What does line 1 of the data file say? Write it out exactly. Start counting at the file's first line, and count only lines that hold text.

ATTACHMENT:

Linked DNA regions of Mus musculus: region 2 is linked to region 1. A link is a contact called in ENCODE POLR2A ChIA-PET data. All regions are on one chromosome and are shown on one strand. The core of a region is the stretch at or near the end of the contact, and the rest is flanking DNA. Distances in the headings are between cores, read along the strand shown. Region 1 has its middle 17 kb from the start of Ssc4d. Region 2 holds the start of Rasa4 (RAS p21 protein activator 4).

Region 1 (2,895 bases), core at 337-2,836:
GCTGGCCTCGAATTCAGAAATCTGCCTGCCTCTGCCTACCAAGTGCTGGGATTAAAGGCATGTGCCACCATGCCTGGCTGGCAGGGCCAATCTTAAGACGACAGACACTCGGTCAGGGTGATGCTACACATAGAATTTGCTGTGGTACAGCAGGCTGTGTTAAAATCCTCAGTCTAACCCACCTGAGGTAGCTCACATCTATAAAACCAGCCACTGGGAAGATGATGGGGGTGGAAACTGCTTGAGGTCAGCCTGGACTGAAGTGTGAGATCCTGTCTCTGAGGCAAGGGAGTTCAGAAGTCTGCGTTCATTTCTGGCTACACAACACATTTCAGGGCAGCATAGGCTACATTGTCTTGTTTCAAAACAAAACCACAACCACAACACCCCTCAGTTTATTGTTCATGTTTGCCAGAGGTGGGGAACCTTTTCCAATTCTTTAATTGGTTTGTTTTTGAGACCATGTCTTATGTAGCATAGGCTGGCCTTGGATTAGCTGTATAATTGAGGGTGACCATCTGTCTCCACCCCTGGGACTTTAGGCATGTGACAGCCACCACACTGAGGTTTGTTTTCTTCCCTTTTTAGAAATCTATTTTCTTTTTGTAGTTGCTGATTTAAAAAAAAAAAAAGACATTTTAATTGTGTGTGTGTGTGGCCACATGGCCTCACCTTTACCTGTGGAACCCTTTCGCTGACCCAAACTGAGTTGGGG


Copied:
Linked DNA regions of Mus musculus: region 2 is linked to region 1. A link is a contact called in ENCODE POLR2A ChIA-PET data. All regions are on one chromosome and are shown on one strand. The core of a region is the stretch at or near the end of the contact, and the rest is flanking DNA. Distances in the headings are between cores, read along the strand shown. Region 1 has its middle 17 kb from the start of Ssc4d. Region 2 holds the start of Rasa4 (RAS p21 protein activator 4).